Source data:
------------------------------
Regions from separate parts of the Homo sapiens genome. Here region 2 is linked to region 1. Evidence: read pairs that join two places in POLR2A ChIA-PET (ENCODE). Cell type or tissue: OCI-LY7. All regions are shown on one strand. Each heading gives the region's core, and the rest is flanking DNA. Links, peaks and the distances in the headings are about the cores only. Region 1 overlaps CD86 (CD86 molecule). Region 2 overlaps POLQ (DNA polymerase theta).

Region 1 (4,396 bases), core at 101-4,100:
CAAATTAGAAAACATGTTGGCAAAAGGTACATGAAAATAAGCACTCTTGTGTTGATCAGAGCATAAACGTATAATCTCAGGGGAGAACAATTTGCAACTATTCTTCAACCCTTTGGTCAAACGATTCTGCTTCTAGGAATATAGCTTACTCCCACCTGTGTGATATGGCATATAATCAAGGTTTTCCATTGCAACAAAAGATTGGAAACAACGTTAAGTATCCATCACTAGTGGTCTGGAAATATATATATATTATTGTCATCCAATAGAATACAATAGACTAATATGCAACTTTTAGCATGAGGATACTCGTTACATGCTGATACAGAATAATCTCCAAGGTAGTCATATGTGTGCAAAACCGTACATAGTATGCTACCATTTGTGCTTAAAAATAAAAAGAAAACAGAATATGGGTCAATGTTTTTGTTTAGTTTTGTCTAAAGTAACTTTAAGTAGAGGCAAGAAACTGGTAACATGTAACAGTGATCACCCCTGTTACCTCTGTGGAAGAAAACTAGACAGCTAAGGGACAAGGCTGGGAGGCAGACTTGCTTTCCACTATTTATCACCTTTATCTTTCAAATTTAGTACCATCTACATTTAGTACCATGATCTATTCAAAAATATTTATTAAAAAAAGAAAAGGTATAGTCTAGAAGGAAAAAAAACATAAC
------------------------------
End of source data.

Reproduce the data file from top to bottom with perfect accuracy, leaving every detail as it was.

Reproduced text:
Regions from separate parts of the Homo sapiens genome. Here region 2 is linked to region 1. Evidence: read pairs that join two places in POLR2A ChIA-PET (ENCODE). Cell type or tissue: OCI-LY7. All regions are shown on one strand. Each heading gives the region's core, and the rest is flanking DNA. Links, peaks and the distances in the headings are about the cores only. Region 1 overlaps CD86 (CD86 molecule). Region 2 overlaps POLQ (DNA polymerase theta).

Region 1 (4,396 bases), core at 101-4,100:
CAAATTAGAAAACATGTTGGCAAAAGGTACATGAAAATAAGCACTCTTGTGTTGATCAGAGCATAAACGTATAATCTCAGGGGAGAACAATTTGCAACTATTCTTCAACCCTTTGGTCAAACGATTCTGCTTCTAGGAATATAGCTTACTCCCACCTGTGTGATATGGCATATAATCAAGGTTTTCCATTGCAACAAAAGATTGGAAACAACGTTAAGTATCCATCACTAGTGGTCTGGAAATATATATATATTATTGTCATCCAATAGAATACAATAGACTAATATGCAACTTTTAGCATGAGGATACTCGTTACATGCTGATACAGAATAATCTCCAAGGTAGTCATATGTGTGCAAAACCGTACATAGTATGCTACCATTTGTGCTTAAAAATAAAAAGAAAACAGAATATGGGTCAATGTTTTTGTTTAGTTTTGTCTAAAGTAACTTTAAGTAGAGGCAAGAAACTGGTAACATGTAACAGTGATCACCCCTGTTACCTCTGTGGAAGAAAACTAGACAGCTAAGGGACAAGGCTGGGAGGCAGACTTGCTTTCCACTATTTATCACCTTTATCTTTCAAATTTAGTACCATCTACATTTAGTACCATGATCTATTCAAAAATATTTATTAAAAAAAGAAAAGGTATAGTCTAGAAGGAAAAAAAACATAAC